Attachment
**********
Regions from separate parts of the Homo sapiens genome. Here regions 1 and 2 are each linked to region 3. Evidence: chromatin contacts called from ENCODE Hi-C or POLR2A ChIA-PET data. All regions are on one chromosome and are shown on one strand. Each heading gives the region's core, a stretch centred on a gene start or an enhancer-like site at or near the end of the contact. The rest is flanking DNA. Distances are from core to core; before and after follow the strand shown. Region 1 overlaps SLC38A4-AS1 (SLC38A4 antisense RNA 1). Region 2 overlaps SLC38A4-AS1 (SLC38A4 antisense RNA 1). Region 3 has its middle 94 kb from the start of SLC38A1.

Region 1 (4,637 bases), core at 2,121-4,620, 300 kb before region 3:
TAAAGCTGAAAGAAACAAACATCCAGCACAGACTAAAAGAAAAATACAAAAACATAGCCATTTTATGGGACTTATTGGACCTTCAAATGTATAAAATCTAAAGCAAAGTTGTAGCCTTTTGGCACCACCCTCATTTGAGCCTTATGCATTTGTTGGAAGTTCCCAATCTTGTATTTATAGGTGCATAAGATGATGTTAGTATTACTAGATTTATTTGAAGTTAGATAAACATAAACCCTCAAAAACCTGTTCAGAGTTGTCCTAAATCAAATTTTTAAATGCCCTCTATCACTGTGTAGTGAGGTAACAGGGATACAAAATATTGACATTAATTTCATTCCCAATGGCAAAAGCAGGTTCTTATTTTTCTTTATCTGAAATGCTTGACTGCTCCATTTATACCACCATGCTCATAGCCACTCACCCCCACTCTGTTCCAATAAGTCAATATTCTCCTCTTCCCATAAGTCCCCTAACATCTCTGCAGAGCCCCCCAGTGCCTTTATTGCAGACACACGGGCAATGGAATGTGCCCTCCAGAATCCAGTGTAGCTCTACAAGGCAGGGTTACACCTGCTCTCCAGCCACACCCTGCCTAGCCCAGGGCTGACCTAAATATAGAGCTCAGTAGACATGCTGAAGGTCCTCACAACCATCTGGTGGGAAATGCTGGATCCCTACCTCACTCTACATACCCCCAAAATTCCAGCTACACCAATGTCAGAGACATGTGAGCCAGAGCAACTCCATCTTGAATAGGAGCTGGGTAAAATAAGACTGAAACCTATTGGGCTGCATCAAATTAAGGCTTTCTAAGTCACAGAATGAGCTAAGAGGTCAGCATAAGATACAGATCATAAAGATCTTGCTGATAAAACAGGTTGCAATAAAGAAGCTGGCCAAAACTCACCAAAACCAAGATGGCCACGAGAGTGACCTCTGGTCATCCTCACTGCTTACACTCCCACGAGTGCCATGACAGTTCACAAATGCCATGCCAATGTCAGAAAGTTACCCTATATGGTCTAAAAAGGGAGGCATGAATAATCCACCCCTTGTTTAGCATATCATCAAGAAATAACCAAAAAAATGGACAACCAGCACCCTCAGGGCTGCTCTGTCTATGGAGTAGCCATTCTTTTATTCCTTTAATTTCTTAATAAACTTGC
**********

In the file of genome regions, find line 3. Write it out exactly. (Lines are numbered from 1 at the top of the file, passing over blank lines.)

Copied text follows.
TAAAGCTGAAAGAAACAAACATCCAGCACAGACTAAAAGAAAAATACAAAAACATAGCCATTTTATGGGACTTATTGGACCTTCAAATGTATAAAATCTAAAGCAAAGTTGTAGCCTTTTGGCACCACCCTCATTTGAGCCTTATGCATTTGTTGGAAGTTCCCAATCTTGTATTTATAGGTGCATAAGATGATGTTAGTATTACTAGATTTATTTGAAGTTAGATAAACATAAACCCTCAAAAACCTGTTCAGAGTTGTCCTAAATCAAATTTTTAAATGCCCTCTATCACTGTGTAGTGAGGTAACAGGGATACAAAATATTGACATTAATTTCATTCCCAATGGCAAAAGCAGGTTCTTATTTTTCTTTATCTGAAATGCTTGACTGCTCCATTTATACCACCATGCTCATAGCCACTCACCCCCACTCTGTTCCAATAAGTCAATATTCTCCTCTTCCCATAAGTCCCCTAACATCTCTGCAGAGCCCCCCAGTGCCTTTATTGCAGACACACGGGCAATGGAATGTGCCCTCCAGAATCCAGTGTAGCTCTACAAGGCAGGGTTACACCTGCTCTCCAGCCACACCCTGCCTAGCCCAGGGCTGACCTAAATATAGAGCTCAGTAGACATGCTGAAGGTCCTCACAACCATCTGGTGGGAAATGCTGGATCCCTACCTCACTCTACATACCCCCAAAATTCCAGCTACACCAATGTCAGAGACATGTGAGCCAGAGCAACTCCATCTTGAATAGGAGCTGGGTAAAATAAGACTGAAACCTATTGGGCTGCATCAAATTAAGGCTTTCTAAGTCACAGAATGAGCTAAGAGGTCAGCATAAGATACAGATCATAAAGATCTTGCTGATAAAACAGGTTGCAATAAAGAAGCTGGCCAAAACTCACCAAAACCAAGATGGCCACGAGAGTGACCTCTGGTCATCCTCACTGCTTACACTCCCACGAGTGCCATGACAGTTCACAAATGCCATGCCAATGTCAGAAAGTTACCCTATATGGTCTAAAAAGGGAGGCATGAATAATCCACCCCTTGTTTAGCATATCATCAAGAAATAACCAAAAAAATGGACAACCAGCACCCTCAGGGCTGCTCTGTCTATGGAGTAGCCATTCTTTTATTCCTTTAATTTCTTAATAAACTTGC